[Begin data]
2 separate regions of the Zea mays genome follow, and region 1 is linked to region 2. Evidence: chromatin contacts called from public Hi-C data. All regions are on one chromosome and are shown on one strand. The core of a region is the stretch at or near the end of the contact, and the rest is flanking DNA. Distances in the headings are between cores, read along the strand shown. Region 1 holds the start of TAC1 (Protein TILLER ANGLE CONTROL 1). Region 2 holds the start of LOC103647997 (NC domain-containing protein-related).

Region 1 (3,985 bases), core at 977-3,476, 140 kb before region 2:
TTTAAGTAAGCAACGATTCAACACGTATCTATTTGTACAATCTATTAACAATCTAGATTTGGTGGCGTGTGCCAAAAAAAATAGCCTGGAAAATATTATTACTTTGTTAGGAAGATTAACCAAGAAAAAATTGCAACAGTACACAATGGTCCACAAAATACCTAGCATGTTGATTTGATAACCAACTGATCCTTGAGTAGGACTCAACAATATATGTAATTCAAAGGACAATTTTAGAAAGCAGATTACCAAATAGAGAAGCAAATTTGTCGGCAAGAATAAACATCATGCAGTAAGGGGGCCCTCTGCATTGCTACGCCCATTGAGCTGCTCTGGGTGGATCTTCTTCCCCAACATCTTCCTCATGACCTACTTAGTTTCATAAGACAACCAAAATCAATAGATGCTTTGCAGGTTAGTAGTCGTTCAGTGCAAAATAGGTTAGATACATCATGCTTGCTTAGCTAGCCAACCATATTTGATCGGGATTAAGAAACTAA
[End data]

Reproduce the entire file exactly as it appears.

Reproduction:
2 separate regions of the Zea mays genome follow, and region 1 is linked to region 2. Evidence: chromatin contacts called from public Hi-C data. All regions are on one chromosome and are shown on one strand. The core of a region is the stretch at or near the end of the contact, and the rest is flanking DNA. Distances in the headings are between cores, read along the strand shown. Region 1 holds the start of TAC1 (Protein TILLER ANGLE CONTROL 1). Region 2 holds the start of LOC103647997 (NC domain-containing protein-related).

Region 1 (3,985 bases), core at 977-3,476, 140 kb before region 2:
TTTAAGTAAGCAACGATTCAACACGTATCTATTTGTACAATCTATTAACAATCTAGATTTGGTGGCGTGTGCCAAAAAAAATAGCCTGGAAAATATTATTACTTTGTTAGGAAGATTAACCAAGAAAAAATTGCAACAGTACACAATGGTCCACAAAATACCTAGCATGTTGATTTGATAACCAACTGATCCTTGAGTAGGACTCAACAATATATGTAATTCAAAGGACAATTTTAGAAAGCAGATTACCAAATAGAGAAGCAAATTTGTCGGCAAGAATAAACATCATGCAGTAAGGGGGCCCTCTGCATTGCTACGCCCATTGAGCTGCTCTGGGTGGATCTTCTTCCCCAACATCTTCCTCATGACCTACTTAGTTTCATAAGACAACCAAAATCAATAGATGCTTTGCAGGTTAGTAGTCGTTCAGTGCAAAATAGGTTAGATACATCATGCTTGCTTAGCTAGCCAACCATATTTGATCGGGATTAAGAAACTAA